There’s a popular belief among authors that if they self-publish and demonstrate that their books can generate huge sells, a traditional publisher will take an interest in their work. Is this true? What’s the reality?
The self-publishing sphere has become something of what the farm league is to major league baseball, but the odds of that success can be lower than were an author to try and approach a literary agent as an author attempting to make their major debut in trade publishing. The bar is quite high in terms of self-publishing to attract an agent or publisher. An author usually needs to have sold at least 50,000 copies at a decent price.
The biggest complaint I hear from authors who have traditionally published is that they are left holding the marketing bag. When you sign an author with a traditional publisher what should they expect as far as marketing?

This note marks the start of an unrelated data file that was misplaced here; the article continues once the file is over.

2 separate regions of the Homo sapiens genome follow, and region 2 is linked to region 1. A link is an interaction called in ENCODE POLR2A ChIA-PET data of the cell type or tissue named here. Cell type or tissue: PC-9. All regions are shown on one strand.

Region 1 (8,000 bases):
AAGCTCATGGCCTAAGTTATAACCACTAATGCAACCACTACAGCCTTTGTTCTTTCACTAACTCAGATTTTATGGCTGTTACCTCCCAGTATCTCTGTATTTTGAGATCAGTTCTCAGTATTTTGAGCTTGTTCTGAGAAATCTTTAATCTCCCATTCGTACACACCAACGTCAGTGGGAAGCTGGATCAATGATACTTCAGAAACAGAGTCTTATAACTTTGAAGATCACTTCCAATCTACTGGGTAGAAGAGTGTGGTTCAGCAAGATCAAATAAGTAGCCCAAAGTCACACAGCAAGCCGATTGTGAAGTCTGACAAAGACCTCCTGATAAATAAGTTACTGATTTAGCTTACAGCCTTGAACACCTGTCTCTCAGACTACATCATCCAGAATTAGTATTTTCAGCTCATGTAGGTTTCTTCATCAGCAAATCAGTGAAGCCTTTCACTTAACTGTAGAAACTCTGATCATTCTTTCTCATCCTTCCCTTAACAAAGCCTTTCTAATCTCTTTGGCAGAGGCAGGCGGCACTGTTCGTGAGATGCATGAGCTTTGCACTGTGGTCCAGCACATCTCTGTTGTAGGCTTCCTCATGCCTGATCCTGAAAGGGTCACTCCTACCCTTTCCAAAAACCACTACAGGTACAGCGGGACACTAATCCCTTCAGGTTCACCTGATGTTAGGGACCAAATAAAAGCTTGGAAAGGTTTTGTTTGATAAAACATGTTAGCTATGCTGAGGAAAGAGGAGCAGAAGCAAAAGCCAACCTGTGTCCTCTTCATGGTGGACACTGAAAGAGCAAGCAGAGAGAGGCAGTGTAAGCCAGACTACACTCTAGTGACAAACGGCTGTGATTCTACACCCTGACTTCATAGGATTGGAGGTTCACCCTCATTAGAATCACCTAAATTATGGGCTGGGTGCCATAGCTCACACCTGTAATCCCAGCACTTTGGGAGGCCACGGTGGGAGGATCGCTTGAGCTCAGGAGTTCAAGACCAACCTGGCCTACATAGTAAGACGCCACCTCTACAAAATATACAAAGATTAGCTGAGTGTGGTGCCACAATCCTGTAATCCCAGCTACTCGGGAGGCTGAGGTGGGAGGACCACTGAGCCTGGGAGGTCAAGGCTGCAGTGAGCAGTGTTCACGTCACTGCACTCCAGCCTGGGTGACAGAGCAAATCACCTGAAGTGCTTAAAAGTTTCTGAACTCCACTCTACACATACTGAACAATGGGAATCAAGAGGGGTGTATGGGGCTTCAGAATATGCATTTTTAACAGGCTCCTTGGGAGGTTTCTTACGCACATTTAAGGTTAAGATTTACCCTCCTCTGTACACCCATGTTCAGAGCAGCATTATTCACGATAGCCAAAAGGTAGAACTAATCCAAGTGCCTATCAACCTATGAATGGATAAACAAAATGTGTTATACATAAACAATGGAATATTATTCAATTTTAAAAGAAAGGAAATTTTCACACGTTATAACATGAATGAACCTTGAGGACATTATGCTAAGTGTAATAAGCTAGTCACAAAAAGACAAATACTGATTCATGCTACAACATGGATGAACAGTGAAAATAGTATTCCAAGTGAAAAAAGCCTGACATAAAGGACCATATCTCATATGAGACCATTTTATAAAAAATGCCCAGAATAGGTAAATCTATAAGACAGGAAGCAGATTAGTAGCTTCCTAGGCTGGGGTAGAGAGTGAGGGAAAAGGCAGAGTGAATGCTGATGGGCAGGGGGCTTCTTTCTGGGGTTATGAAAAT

Thanks to the tremendous resources available to our company and our Digital Media and Publishing department, Trident Media Group often helps our clients in their marketing/publicity efforts. We also try to put the publisher on the hot seat in encouraging them to perform marketing/publicity tasks for the author, by sharing ideas and having in-depth meetings with publishers.
Trident will also make recommendations to our clients on how they can think about improving their social media presence and look to online efforts to market / promote their books. Otherwise, book publishers normally devote their marketing dollars and other resources toward authors that are huge successes or are making a major debut.